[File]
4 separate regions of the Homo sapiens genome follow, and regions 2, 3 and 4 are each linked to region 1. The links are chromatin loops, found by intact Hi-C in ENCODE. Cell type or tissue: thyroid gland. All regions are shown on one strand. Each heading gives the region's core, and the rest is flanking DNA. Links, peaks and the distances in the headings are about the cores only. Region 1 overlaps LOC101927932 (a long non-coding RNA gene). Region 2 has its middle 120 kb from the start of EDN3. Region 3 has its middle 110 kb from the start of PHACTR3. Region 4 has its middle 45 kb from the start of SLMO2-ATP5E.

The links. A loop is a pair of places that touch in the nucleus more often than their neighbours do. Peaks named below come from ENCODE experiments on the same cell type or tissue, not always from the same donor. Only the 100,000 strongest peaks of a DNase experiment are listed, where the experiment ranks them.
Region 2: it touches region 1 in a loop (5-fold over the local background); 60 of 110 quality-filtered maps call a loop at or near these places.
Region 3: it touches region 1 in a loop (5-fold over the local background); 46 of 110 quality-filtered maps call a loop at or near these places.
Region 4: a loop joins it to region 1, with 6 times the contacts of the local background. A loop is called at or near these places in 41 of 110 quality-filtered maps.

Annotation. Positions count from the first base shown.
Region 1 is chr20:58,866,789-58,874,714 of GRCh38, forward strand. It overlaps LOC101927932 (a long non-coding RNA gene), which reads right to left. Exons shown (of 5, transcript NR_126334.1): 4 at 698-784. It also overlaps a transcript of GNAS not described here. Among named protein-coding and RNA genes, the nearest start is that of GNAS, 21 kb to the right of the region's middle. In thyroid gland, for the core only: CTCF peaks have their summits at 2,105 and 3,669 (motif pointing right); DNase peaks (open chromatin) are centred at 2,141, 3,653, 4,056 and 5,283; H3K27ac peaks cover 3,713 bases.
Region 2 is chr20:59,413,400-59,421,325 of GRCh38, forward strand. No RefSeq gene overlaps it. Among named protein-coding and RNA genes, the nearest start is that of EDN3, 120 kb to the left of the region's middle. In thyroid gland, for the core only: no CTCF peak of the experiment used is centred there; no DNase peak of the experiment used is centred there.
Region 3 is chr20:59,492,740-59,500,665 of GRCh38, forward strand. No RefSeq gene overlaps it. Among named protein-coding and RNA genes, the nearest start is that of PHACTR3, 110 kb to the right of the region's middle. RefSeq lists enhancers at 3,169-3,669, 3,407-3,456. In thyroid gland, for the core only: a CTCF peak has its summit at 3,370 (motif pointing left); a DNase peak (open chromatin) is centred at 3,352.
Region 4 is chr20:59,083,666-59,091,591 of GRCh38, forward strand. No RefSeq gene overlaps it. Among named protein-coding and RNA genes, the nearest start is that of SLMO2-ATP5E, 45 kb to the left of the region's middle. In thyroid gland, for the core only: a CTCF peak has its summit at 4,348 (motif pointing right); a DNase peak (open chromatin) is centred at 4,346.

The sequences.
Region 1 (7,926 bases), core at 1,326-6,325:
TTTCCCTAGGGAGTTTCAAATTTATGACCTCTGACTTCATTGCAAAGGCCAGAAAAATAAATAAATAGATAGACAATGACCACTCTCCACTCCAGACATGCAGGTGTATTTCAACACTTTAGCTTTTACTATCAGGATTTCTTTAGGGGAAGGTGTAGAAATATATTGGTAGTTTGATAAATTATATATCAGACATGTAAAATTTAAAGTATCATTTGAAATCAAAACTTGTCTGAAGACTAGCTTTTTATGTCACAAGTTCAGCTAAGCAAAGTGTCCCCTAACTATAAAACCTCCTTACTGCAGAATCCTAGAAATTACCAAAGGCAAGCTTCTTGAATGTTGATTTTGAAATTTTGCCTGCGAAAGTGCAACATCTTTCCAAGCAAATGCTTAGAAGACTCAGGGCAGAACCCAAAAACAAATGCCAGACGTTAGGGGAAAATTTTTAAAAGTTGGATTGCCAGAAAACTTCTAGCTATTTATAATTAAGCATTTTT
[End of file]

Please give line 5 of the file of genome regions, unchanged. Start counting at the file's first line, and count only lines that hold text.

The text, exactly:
Region 4: a loop joins it to region 1, with 6 times the contacts of the local background. A loop is called at or near these places in 41 of 110 quality-filtered maps.